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Thursday, April 17, 2014         

WEALTH OF HEALTH


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Cardiovascular benefits seen in therapy for metal poisoning

By Ira Zunin

POSTED: 01:30 a.m. HST, Jan 25, 2014

~~<p>Chelating agents were originally used to treat heavy metal poisoning from chemical warfare during World War I. Since then these treatments have been found useful to manage elevated levels of heavy metals from other causes. As the atmosphere and oceans become more polluted, more of the world's population absorbs heavy metal toxins such as mercury, lead and arsenic from air, water and food. Other chelating agents are being used in an effort to reverse plaque buildup in the arteries that causes heart attack and stroke. A recent study indicates that chelation therapy is of some benefit for those at high risk for cardiovascular events, especially if diabetes is also present.</p>
<p><strong>Heavy metals toxicity:</strong> Until action was taken to curb the use of lead in paint, workers who painted the hulls of ships during World War II, as well as young children who inadvertently ate lead paint, were treated with chelation therapy, which is approved by the Food and Drug Administration. Unlike toxicity from the environment, these exposures were only in a limited population.</p>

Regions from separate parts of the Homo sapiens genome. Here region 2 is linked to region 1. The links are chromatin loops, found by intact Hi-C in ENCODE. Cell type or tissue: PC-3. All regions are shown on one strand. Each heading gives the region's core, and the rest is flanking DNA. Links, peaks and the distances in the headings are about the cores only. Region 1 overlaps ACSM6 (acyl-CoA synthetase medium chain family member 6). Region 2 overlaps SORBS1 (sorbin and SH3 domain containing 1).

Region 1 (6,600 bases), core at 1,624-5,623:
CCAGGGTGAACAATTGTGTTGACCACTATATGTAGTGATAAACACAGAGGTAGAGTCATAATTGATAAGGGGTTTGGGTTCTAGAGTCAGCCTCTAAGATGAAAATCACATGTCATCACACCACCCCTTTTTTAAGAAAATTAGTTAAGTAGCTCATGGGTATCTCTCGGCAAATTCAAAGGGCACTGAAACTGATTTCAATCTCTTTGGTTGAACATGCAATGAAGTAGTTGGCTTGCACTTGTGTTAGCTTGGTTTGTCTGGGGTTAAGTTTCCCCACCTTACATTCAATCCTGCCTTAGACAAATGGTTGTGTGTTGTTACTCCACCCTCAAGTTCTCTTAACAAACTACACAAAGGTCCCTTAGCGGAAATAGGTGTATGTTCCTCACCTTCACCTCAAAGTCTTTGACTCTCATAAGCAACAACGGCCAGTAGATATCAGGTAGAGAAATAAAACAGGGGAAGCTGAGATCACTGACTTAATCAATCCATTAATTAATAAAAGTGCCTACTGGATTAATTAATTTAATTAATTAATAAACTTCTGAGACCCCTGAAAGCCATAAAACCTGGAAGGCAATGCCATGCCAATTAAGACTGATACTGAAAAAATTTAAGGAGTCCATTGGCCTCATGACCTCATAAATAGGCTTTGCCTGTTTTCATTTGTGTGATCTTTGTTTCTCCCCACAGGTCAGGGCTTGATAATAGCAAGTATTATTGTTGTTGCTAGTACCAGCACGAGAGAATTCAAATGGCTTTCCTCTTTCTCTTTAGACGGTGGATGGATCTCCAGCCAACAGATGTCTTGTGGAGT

~~

Chelating agents were originally used to treat heavy metal poisoning from chemical warfare during World War I. Since then these treatments have been found useful to manage elevated levels of heavy metals from other causes. As the atmosphere and oceans become more polluted, more of the world's population absorbs heavy metal toxins such as mercury, lead and arsenic from air, water and food. Other chelating agents are being used in an effort to reverse plaque buildup in the arteries that causes heart attack and stroke. A recent study indicates that chelation therapy is of some benefit for those at high risk for cardiovascular events, especially if diabetes is also present.

Heavy metals toxicity: Until action was taken to curb the use of lead in paint, workers who painted the hulls of ships during World War II, as well as young children who inadvertently ate lead paint, were treated with chelation therapy, which is approved by the Food and Drug Administration. Unlike toxicity from the environment, these exposures were only in a limited population. Login for more...



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